Human Molar ScaffoldingMost individuals who visit a dentist to replace a missing tooth are given limited treatment options like dentures and various dental implants. This may not be enough to suffice their needs. A technique being developed by experts at Columbia University reveals that stem cells may be made to move to a three-dimensional scaffold, infused with growth factor. This will possibly enable a tooth to grow anatomically within a time frame of nine weeks from implant.

The technique was discovered by using an animal-model. It helped to determine homing of stem cells to a scaffold of natural materials and integration of the surrounding tissue. This method may not call for harvesting stem cell lines or creating an environment outside of the body where the tooth is grown and matured, yet the tooth can be probably grown ‘orthotopically,’ or in the socket. This will aid the tooth to merge with the surrounding tissue in a way which hard metals or other materials are not capable of.

Dr. Jeremy Mao, the Edward V. Zegarelli Professor of Dental Medicine at Columbia University Medical Center and colleagues explained, “These findings represent the first report of regeneration of anatomically shaped tooth-like structures in vivo, and by cell homing without cell delivery. The potency of cell homing is substantiated not only by cell recruitment into scaffold microchannels, but also by the regeneration of periodontal ligaments and newly formed alveolar bone.”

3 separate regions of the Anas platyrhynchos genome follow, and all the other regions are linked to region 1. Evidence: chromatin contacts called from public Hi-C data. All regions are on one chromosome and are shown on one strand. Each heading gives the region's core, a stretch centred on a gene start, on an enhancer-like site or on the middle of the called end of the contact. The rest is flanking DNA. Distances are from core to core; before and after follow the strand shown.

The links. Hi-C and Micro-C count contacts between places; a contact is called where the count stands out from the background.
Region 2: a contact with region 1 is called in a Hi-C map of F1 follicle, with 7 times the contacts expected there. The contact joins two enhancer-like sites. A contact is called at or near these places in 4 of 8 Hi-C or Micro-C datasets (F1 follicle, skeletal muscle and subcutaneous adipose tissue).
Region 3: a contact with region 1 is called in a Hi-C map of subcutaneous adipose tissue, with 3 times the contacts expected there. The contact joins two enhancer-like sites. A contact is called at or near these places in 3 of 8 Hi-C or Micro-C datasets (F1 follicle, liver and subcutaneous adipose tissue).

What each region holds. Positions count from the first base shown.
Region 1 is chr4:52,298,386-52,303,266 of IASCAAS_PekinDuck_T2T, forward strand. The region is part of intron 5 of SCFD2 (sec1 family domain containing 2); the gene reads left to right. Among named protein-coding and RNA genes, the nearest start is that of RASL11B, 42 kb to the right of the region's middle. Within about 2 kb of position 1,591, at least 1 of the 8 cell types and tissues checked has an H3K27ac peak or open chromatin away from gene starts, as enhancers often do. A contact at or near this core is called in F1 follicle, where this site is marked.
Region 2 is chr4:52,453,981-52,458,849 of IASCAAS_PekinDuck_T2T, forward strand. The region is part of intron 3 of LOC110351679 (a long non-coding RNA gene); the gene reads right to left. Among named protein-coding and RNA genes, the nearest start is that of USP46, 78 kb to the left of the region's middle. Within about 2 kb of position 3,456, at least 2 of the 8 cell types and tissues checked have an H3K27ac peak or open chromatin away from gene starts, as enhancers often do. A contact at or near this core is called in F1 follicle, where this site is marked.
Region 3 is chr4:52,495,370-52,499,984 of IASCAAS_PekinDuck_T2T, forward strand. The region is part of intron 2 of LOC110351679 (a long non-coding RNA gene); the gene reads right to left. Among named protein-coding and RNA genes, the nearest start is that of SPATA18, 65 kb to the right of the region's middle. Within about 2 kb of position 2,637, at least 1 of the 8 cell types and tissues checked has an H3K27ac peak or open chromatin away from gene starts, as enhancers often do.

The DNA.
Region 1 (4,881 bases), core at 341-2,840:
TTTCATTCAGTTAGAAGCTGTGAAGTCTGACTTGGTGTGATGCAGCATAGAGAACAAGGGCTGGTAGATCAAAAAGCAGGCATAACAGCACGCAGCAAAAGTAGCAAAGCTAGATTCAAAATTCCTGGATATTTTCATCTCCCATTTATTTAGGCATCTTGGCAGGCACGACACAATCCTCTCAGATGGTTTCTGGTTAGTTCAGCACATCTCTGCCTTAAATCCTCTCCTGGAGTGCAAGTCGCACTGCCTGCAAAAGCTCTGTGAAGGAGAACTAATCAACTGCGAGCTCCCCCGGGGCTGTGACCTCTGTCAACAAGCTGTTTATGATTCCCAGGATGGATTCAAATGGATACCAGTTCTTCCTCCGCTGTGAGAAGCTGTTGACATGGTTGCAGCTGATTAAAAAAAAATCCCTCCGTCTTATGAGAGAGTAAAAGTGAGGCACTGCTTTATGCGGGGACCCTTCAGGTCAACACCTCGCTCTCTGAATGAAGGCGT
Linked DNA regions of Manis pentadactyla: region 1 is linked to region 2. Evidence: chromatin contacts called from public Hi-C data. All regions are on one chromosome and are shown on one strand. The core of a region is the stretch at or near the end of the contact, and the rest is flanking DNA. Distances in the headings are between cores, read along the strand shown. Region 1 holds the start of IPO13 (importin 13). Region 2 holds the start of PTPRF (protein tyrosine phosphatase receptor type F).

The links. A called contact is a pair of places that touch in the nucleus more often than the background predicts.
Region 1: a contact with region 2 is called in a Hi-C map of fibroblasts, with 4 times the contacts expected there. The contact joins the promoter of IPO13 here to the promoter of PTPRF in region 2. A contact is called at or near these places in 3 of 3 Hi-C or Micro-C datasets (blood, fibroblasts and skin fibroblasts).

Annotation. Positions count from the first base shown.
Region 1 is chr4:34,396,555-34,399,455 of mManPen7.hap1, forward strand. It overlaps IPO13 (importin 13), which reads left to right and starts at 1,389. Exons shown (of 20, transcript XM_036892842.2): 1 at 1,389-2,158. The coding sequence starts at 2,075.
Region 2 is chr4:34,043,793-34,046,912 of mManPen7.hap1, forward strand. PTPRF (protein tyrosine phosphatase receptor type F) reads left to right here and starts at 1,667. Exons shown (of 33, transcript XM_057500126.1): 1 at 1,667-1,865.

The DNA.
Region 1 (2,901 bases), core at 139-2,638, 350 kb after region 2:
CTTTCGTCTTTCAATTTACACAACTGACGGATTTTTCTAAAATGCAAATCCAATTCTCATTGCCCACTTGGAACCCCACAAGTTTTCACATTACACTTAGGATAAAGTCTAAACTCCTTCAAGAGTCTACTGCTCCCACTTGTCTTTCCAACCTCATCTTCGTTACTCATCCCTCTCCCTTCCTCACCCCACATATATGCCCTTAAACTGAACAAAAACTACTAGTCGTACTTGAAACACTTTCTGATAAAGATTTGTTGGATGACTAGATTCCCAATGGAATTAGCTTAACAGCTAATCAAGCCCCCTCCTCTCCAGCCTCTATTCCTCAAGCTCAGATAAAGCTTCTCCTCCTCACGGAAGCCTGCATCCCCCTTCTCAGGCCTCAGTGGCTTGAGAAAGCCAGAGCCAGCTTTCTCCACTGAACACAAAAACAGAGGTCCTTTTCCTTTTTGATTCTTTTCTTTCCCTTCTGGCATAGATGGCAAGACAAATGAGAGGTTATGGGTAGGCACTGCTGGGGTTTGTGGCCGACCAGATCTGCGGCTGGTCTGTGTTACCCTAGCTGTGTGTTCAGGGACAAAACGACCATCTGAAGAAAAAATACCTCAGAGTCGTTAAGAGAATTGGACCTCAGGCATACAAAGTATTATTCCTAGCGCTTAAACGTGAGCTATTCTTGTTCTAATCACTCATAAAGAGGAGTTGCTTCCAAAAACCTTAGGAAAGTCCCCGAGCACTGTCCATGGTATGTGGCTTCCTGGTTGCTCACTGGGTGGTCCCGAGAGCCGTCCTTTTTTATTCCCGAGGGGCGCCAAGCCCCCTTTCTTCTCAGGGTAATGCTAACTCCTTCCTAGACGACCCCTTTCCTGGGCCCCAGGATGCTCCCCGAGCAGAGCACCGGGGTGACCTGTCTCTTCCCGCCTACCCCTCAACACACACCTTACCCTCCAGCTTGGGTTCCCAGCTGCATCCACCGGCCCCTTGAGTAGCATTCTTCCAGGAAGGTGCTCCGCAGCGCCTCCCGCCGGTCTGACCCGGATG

Many people who have a missing adult tooth or have lost all of their adult teeth depend on either dentures or dental implants that may have psycho-social ramifications. But even after undergoing these generally painful and potentially protracted implants they face an inability to adjust with the surrounding jaw bone and are forced to conduct various changes throughout their life.

Usually general tooth implants may include a cone-shaped titanium screw topped with a roughened or smooth surface. They are placed in the jaw bone by an outpatient procedure, but are ascertained to take two-six months to heal even if it recovers quickly. Then it is quite possible that the implants may also fail. The success of the implant can possibly depend on multiple visits to different clinicians, including general dentists, oral surgeons, prosthodontists and periodontists. But this new experiment claims to employ a very natural process and recover much more quickly. They reveal that this implant lasts for the lifetime of the patient.

Dr. Ira B. Lamster, dean of the College of Dental Medicine, remarked “This research provides an example of what is achievable when today’s biology is applied to common clinical problems. Dr. Mao’s research is a look into the future of dental medicine.”

The researchers now aim to introduce this tooth generation in the most minimal cost that they can. This will allow patients to undergo this implant at an affordable price.

The research was published in the Journal of Dental Research.